of Commons; but they embraced it with the more satisfaction
because of your Majesty's warm regard for Sir B. Frere, a senti-
ment which some among them personally share.

It was evident, however, and it was perhaps in the nature of
the case, that a confidence thus restricted was far from agreeable
to Sir B. Frere, who, in the opinion of Mr. Gladstone, has only
been held back by a commendable self-restraint and sense of duty,
from declaring himself aggrieved. Thus, though the cabinet have
done the best they could, his standing ground was not firm, nor
could they make it so. But the total failure of the effort made to
induce the Cape parliament to move, has put confederation wholly
out of view, for a time quite indefinite, and almost certainly con-
siderable. Mr. Gladstone has therefore the painful duty of sub-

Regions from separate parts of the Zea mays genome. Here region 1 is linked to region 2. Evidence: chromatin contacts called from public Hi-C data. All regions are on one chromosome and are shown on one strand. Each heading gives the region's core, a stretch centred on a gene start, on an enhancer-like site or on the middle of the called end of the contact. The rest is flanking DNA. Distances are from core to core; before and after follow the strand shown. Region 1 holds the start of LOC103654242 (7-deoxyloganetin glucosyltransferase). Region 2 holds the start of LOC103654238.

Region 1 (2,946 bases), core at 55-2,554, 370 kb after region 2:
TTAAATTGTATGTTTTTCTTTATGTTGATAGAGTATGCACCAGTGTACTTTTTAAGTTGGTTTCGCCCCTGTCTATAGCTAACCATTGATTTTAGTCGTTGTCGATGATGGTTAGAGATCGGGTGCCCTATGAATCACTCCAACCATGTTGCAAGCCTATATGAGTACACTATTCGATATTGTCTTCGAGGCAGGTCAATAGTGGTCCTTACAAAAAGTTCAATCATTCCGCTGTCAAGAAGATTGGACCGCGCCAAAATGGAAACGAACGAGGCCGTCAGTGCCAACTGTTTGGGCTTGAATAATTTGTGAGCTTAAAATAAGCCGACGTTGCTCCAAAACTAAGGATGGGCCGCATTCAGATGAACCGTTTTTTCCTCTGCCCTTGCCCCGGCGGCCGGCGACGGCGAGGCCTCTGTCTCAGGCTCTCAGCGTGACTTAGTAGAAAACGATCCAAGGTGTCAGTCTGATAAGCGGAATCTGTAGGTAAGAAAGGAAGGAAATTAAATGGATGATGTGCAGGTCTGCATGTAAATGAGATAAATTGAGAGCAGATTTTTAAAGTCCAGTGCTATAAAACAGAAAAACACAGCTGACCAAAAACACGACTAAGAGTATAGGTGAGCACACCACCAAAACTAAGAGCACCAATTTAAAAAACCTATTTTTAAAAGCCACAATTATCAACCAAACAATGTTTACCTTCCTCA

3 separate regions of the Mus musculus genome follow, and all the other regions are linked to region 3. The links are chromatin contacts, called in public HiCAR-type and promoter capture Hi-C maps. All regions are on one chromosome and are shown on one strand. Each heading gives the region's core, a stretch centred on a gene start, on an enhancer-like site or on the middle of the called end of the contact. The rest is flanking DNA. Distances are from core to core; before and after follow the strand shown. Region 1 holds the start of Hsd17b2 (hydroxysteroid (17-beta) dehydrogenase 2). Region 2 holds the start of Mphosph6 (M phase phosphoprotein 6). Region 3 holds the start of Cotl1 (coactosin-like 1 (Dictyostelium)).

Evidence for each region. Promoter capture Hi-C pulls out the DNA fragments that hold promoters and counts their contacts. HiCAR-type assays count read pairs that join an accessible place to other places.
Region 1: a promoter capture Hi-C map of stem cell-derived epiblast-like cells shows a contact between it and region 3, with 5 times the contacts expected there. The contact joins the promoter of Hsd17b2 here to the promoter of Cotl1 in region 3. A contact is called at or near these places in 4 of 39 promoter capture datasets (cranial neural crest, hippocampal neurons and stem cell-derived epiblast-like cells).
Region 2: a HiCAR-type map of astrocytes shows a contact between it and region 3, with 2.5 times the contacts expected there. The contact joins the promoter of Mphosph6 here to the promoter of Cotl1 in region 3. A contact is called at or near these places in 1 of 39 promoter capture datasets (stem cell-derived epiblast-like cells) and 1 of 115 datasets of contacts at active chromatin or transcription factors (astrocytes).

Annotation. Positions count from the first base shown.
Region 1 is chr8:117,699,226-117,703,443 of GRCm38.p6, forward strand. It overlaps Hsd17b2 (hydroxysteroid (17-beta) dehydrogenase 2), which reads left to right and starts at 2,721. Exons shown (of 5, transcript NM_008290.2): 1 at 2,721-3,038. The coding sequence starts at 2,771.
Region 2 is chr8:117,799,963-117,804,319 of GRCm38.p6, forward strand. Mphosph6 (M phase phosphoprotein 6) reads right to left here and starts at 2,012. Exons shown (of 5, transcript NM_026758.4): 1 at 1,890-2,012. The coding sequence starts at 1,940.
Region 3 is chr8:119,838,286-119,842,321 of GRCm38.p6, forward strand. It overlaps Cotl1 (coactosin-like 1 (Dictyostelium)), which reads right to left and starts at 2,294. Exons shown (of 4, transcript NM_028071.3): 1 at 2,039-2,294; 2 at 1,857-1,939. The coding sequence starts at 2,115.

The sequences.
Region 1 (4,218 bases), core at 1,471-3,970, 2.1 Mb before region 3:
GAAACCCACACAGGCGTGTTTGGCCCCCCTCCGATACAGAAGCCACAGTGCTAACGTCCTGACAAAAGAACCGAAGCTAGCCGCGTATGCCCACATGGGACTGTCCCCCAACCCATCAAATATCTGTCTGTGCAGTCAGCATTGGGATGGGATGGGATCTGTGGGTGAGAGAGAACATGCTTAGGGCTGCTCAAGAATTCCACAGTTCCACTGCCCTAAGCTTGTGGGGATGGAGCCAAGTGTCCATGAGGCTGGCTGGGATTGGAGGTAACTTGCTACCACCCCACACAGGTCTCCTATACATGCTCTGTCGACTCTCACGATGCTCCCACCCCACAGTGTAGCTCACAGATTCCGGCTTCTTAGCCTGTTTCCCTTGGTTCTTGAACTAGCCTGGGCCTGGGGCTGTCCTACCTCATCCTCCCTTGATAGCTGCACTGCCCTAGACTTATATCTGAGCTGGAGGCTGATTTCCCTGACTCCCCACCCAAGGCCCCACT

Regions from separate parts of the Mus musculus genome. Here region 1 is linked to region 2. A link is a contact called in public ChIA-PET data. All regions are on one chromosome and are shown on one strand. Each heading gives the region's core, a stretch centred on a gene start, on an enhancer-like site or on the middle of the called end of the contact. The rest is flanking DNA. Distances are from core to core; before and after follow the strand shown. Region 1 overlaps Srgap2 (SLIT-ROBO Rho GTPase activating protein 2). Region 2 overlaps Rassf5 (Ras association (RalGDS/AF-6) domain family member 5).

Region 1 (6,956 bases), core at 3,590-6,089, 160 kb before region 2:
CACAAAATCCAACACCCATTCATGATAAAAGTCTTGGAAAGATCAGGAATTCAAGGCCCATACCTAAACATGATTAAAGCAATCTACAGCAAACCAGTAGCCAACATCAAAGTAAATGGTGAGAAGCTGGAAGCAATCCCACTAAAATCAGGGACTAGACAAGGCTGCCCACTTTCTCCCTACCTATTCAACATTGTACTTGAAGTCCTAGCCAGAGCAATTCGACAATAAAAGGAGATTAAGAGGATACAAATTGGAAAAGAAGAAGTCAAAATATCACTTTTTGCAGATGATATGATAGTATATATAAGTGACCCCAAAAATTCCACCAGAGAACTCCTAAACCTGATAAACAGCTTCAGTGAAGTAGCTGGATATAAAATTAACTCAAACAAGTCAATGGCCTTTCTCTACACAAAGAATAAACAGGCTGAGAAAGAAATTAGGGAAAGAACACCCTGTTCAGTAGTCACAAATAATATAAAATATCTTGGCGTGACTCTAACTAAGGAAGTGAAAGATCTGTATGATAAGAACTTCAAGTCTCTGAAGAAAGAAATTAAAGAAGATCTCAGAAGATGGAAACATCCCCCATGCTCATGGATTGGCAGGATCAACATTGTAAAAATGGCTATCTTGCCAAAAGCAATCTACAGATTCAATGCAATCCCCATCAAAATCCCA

mitting to your Majesty, on behalf of the cabinet, the enclosed
copy of a ciphered telegram of recall.


The breaking of the military power of the Zulus was
destined to prove much less important than another pro-
ceeding closely related to it, though not drawing the same
attention at the moment. I advise the reader not to grudge
a rather strict regard to the main details of transactions that
owing to unhappy events of later date, have to this day held
a conspicuous place in the general controversy as to the
great minister's statesmanship.

For some time past, powerful native tribes had been
slowly but steadily pushing the Boers of the Transvaal
back, and the inability to resist was now dangerously plain.
In 1876 the Boers had been worsted in one of their inces-
sant struggles with the native races, and this time they had
barely been able to hold their own against an insignificant
tribe of one of the least warlike branches. It was thought

Online LibraryJohn MorleyThe life of William Ewart Gladstone, Volume 2 → online text (page 24 of 91)